This month the Aluminum Monthly Metals Index (MMI) remained flat, as the Department of Commerce announced the creation of a new Aluminum Import Monitoring and Analysis system.
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New Aluminum Import Monitoring system
On Dec. 23, 2020, the U.S. Department of Commerce announced the creation of the Aluminum Import Monitoring and Analysis (AIM) system.
The system, similar to the Steel Import Monitoring and Analysis (SIMA) system, will collect and publish data on aluminum imports into the U.S.
The system will allow users to track trade flows more easily to help spot trends earlier and to provide better guidance to the domestic industry and government. Likewise, better data collection and its analysis should allow domestic producers to compete on a level playing field.
The system is expected to be available on Jan. 25, 2021.
LME aluminum changes
The London Metal Exchange announced its intention to move forward with its sustainability strategy after receiving market feedback. Part of the strategy will include a spot trading platform for price research and trading of low-carbon aluminum for interested buyers and sellers.
As part of this strategy, the LMEpassport, a digital credential register, will be launched to allow greater visibility of carbon sustainability criteria.
The LME will implement it gradually over three years across its physically settled metals requiring Certificates of Analysis (CoAs) and other value-add information to facilitate disclosure under existing standards across metal brands. The service will start in 2021 and will initially focus on aluminum.
Moreover, the LME will launch new cash-settled contracts for aluminum, among other metals, on June 14, 2021. These contracts are for European aluminium premiums and U.S. aluminium scrap with the purpose of supporting the electric vehicle transition and the circular economy (an economic system aimed at eliminating waste and the continual use of resources).
Scrap supply tightens in the U.S.
By the end of 2020, the aluminum price had recovered by 36.8% since its low in April. This is due to strong demand in the U.S. and the Chinese market.
This has benefited aluminum producers. For example, Alcoa reported an 11% sequential increase in sales volume of value-add aluminum products over its Q3 2020 results. The climate has also benefited the scrap domestic market.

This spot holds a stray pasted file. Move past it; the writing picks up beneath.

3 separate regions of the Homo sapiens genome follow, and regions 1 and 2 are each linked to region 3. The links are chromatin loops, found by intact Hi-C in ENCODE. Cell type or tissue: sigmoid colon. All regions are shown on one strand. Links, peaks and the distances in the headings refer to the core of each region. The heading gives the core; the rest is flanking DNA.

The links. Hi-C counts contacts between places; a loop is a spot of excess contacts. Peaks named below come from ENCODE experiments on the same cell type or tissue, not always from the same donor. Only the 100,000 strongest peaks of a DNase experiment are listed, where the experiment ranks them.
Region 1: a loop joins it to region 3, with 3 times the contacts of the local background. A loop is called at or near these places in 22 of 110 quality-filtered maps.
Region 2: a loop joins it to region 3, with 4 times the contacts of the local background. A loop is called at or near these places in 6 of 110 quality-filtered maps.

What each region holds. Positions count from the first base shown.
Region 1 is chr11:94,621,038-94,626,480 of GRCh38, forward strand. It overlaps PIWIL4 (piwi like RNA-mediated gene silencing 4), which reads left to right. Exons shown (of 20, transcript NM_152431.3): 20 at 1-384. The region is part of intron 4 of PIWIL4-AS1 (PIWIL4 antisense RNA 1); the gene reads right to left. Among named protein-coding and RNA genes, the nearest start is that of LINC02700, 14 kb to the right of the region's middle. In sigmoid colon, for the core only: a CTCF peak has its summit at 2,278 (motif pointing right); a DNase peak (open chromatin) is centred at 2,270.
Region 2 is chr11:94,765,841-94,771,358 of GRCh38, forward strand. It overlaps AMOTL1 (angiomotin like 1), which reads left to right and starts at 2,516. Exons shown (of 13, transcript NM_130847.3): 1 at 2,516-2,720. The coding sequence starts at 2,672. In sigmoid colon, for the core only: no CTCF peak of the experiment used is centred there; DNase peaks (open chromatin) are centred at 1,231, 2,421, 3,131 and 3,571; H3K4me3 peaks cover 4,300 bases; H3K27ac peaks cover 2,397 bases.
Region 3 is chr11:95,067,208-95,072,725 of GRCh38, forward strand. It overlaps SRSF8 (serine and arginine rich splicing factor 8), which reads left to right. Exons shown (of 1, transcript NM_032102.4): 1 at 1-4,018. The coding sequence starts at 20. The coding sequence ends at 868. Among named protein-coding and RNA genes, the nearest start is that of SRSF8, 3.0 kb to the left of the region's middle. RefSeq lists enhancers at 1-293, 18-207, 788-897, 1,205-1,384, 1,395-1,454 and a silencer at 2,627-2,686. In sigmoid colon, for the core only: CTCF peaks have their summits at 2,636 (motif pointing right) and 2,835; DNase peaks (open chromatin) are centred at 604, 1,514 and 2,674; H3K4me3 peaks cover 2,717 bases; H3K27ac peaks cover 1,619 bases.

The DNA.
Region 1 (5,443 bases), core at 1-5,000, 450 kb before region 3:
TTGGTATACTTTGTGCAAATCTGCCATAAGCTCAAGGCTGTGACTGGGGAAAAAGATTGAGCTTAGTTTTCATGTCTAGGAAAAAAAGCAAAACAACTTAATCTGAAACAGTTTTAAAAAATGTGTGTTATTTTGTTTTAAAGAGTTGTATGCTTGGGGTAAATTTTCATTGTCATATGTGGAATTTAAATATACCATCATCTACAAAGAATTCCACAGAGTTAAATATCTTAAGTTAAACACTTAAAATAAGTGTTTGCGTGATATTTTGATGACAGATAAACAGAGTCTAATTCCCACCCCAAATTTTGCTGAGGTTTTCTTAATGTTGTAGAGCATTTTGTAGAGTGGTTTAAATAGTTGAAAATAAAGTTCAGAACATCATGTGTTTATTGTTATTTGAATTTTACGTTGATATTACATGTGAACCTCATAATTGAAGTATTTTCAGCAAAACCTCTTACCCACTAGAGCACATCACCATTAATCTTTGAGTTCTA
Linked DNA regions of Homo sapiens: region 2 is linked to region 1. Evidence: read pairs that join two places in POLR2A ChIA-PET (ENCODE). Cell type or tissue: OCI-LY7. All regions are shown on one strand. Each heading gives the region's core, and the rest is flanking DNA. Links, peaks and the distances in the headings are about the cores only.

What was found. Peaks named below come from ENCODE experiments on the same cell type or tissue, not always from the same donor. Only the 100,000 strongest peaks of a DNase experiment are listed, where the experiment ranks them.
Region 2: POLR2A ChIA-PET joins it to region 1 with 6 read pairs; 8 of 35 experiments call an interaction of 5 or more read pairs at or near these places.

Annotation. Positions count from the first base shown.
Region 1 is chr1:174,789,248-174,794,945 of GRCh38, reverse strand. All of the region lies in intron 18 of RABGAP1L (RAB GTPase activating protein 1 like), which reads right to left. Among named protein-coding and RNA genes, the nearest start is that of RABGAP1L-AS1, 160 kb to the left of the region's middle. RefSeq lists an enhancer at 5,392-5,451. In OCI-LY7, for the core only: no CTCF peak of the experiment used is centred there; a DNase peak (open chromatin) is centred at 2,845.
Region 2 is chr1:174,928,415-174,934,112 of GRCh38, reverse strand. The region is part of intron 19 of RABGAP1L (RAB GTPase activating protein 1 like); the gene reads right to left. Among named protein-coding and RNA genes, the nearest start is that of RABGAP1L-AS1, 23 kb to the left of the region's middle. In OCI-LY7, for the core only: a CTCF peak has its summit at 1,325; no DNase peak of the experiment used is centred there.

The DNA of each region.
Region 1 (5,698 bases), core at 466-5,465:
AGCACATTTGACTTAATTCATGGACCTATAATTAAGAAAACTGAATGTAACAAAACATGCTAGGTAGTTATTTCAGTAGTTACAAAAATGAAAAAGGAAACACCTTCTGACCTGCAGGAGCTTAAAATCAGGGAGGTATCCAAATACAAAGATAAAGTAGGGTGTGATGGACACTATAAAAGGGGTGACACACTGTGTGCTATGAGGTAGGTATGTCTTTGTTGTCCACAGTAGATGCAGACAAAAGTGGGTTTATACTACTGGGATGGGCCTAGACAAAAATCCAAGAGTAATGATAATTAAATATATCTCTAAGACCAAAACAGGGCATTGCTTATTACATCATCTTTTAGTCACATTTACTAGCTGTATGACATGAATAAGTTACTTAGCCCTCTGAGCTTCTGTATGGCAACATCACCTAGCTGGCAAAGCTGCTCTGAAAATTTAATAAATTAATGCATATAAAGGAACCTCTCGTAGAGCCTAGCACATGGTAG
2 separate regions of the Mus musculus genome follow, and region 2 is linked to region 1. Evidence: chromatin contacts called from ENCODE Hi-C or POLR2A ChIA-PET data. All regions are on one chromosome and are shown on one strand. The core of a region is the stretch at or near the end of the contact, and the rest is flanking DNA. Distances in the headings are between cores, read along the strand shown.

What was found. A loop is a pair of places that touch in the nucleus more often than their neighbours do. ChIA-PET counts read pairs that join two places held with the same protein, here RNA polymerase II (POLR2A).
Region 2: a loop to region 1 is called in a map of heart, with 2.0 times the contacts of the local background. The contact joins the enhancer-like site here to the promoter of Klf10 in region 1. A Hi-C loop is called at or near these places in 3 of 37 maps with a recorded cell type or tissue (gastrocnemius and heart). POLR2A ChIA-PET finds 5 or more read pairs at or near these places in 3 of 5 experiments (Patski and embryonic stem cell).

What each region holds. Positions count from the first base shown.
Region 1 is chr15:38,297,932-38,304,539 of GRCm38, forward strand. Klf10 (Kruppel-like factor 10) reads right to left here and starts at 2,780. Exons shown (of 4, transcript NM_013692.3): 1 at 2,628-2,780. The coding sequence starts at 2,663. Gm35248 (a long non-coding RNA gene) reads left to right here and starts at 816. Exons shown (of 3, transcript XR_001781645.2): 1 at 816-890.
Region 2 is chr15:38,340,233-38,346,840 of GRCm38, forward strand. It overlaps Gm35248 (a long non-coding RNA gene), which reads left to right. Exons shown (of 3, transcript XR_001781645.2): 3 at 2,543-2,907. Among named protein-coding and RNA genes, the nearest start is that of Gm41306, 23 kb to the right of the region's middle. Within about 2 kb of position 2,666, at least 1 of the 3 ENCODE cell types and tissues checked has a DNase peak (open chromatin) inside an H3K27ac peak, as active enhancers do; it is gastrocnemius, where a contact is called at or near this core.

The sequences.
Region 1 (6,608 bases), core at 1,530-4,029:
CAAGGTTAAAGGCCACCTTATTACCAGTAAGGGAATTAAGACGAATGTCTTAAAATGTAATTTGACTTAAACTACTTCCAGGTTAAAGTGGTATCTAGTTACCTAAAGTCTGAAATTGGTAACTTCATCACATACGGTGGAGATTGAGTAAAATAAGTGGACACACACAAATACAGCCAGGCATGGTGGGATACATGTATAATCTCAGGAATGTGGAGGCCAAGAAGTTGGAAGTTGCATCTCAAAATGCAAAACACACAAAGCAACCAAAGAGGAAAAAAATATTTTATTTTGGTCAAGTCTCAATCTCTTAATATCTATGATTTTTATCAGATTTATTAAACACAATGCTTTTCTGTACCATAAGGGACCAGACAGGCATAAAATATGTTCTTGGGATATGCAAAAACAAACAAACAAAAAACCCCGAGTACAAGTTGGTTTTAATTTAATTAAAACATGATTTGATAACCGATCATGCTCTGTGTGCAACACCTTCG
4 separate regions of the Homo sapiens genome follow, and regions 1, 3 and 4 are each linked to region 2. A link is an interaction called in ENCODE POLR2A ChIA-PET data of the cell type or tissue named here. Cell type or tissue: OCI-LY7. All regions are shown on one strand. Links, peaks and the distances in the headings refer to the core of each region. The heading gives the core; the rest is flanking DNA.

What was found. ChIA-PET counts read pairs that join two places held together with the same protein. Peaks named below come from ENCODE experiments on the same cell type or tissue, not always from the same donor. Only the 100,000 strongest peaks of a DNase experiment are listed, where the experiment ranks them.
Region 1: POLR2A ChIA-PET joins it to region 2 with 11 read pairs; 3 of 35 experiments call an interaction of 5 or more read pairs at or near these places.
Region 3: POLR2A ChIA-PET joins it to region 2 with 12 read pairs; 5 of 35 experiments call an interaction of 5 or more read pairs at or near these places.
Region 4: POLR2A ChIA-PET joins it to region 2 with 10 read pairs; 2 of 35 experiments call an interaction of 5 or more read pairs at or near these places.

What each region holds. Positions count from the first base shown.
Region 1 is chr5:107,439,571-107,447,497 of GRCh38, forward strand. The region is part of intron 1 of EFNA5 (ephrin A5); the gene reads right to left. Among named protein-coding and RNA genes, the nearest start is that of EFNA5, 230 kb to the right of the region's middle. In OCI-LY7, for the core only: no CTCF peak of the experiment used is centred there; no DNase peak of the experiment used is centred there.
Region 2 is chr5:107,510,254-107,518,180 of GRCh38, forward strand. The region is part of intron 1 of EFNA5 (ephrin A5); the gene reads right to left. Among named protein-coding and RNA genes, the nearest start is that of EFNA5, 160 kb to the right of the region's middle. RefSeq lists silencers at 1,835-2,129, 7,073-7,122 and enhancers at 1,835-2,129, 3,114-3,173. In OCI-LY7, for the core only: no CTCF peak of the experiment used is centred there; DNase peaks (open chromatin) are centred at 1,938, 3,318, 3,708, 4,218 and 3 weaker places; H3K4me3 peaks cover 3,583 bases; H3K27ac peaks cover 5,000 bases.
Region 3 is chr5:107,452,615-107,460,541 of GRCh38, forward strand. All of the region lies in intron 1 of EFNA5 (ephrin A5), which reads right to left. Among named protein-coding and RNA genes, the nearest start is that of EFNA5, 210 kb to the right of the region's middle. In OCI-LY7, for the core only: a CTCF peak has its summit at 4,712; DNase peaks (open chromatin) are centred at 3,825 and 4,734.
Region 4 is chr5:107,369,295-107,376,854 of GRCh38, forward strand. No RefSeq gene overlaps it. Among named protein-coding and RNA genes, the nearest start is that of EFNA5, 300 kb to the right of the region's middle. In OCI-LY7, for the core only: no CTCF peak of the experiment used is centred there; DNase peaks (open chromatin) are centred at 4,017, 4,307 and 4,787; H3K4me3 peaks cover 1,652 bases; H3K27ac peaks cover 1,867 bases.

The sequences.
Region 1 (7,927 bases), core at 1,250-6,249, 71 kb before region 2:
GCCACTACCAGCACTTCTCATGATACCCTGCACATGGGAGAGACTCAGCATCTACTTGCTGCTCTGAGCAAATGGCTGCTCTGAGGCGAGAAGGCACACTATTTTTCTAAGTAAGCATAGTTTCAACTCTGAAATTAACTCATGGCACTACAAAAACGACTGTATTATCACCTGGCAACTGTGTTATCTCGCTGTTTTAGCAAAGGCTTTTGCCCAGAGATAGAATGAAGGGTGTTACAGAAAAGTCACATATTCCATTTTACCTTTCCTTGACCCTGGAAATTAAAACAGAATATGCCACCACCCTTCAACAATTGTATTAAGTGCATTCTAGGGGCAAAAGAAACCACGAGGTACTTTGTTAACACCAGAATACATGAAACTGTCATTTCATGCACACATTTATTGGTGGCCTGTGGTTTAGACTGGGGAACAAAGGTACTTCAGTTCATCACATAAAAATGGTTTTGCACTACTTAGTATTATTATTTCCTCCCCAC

Last month, Andy McKee, materials trading division president for Schupan, told Recycling Today that aluminum scrap generation is inconsistent across various manufacturing sectors, as some customers have to stockpile material at their homes due to pandemic lockdowns despite growing demand.
However, aluminum scrap did not have to wait for mills to take it, as demand remains strong, particularly in the can sector. McKee mentioned contract metals for 2021 saw a small uptick. Furthermore, mills have lost some leverage compared to the past few years.
Moreover, according to Recycling Today, Davis Index, a metals scrap benchmark provider, reported “that secondary aluminum producers in the U.S. were paying spreads narrowing by the day for most aluminum scrap grades.”
Davis Index also mentioned the pressure the export market is exerting. The scrap benchmark provider noted zorba (a mix of shredded and pre-treated non-ferrous metals) pricing was “breaking 70 cents per pound and moving higher.”
Actual metals prices and trends
The Chinese aluminum scrap price increased 1.9% month over month to $2,058.39/mt as of Friday, Jan. 1. Meanwhile, LME primary three-month aluminum dropped 1.9% to $1,980.50/mt.
Korean commercial 1050 aluminum sheet rose 4.8% to $3.30/kg. Its European equivalent increased 0.1% to $2,722/mt.
Chinese aluminum billet and aluminum bar rose 1.9% to $2,379/mt and $2,483/mt, respectively.
Chinese primary cash aluminum dropped 6.0% to $2,424/mt.
Indian primary cash aluminum increased 1.8% to $2.29/kg.
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